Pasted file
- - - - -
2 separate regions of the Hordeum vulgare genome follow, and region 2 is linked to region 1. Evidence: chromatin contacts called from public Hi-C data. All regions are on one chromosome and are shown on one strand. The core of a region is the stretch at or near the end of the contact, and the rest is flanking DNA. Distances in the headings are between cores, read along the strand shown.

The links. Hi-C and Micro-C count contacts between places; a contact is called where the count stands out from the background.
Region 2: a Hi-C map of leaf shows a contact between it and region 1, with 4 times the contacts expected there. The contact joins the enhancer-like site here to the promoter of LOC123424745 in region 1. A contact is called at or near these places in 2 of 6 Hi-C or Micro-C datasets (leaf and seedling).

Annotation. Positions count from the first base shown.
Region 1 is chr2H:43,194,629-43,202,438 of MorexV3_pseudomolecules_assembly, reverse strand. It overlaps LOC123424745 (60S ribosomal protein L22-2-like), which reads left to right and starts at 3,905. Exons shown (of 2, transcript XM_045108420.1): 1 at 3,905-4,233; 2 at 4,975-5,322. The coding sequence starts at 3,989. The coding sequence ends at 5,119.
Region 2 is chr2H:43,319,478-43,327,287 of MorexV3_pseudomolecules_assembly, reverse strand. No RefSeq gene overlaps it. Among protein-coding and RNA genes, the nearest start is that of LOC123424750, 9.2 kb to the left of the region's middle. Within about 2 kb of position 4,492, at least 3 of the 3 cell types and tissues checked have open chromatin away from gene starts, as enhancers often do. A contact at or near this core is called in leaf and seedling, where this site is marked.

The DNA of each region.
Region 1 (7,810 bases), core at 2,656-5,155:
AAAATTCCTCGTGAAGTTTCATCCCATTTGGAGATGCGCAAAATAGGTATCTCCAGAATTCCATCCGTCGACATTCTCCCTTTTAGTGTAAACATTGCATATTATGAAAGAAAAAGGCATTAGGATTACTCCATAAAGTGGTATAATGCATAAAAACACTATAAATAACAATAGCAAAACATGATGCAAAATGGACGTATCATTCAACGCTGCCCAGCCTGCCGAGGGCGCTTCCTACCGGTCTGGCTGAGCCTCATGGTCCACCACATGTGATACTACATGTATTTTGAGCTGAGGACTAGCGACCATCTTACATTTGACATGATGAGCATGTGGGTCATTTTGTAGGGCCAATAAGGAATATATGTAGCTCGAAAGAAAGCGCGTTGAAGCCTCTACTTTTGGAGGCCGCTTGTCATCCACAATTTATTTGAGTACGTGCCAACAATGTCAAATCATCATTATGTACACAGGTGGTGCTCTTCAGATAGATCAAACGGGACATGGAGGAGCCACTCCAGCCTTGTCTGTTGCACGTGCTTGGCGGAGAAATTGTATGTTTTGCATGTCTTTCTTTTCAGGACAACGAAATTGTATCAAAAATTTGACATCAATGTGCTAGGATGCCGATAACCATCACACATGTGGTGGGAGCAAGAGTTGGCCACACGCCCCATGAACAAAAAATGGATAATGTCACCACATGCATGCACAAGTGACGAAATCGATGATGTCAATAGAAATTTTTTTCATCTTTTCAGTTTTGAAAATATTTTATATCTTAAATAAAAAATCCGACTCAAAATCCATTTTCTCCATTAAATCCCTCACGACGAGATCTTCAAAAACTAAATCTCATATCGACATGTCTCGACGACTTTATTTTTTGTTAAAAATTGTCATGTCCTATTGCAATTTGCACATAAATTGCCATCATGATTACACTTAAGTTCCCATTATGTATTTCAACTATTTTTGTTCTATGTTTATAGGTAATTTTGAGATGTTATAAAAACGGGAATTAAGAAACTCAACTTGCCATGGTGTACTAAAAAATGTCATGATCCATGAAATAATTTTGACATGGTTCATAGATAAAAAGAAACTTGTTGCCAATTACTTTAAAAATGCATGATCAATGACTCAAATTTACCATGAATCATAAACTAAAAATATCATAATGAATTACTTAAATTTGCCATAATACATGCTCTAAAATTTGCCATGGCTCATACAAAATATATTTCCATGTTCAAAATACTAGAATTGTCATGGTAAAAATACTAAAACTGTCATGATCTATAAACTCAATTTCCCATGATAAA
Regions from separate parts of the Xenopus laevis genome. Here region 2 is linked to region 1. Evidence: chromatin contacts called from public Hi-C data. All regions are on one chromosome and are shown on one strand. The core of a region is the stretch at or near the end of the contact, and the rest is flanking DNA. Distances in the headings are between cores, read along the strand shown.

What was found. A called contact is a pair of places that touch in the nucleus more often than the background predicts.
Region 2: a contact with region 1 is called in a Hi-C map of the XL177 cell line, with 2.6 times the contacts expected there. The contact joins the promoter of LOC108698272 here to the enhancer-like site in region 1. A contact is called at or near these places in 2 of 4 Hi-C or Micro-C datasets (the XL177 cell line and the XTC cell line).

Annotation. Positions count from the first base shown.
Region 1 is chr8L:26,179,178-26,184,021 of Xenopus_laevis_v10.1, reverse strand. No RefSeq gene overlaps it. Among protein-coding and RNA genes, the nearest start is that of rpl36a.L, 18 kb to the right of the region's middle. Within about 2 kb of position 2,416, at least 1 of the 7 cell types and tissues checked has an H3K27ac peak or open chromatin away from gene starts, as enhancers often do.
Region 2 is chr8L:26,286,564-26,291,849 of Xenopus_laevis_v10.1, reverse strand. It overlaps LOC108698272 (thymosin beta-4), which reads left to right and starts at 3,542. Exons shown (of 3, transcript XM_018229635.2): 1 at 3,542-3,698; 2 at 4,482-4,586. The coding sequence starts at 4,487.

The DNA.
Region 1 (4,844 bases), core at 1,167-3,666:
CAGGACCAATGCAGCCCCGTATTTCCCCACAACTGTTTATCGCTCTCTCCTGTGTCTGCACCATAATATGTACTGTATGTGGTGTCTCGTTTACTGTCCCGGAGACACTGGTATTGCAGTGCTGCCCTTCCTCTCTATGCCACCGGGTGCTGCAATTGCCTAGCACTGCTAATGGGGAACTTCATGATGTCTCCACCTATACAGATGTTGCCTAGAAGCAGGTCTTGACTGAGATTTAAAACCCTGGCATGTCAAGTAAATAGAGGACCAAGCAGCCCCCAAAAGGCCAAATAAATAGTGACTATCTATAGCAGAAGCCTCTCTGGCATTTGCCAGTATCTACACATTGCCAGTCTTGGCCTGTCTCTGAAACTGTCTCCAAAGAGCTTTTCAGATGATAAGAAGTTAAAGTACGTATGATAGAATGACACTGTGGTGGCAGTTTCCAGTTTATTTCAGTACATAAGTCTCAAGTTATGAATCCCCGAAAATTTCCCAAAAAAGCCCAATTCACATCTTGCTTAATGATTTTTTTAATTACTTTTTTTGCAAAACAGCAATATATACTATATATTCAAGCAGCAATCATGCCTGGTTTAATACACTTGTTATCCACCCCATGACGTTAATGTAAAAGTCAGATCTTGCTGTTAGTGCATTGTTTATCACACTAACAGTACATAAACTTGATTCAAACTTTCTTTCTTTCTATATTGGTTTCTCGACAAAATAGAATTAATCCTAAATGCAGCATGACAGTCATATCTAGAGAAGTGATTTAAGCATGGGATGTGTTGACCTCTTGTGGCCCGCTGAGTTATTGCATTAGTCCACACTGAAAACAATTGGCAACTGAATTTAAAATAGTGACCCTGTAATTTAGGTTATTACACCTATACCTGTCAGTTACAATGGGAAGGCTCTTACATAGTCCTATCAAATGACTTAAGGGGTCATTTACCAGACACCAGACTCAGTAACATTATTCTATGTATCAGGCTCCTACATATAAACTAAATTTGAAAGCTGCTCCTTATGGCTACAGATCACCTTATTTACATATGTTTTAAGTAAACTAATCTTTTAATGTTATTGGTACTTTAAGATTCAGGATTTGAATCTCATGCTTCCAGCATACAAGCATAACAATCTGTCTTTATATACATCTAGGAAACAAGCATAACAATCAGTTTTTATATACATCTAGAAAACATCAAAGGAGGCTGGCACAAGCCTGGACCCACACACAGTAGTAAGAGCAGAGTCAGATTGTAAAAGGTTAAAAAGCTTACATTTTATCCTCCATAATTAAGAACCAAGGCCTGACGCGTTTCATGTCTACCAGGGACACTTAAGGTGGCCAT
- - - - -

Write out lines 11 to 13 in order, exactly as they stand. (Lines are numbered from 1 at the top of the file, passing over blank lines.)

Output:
What was found. A called contact is a pair of places that touch in the nucleus more often than the background predicts.
Region 2: a contact with region 1 is called in a Hi-C map of the XL177 cell line, with 2.6 times the contacts expected there. The contact joins the promoter of LOC108698272 here to the enhancer-like site in region 1. A contact is called at or near these places in 2 of 4 Hi-C or Micro-C datasets (the XL177 cell line and the XTC cell line).

Annotation. Positions count from the first base shown.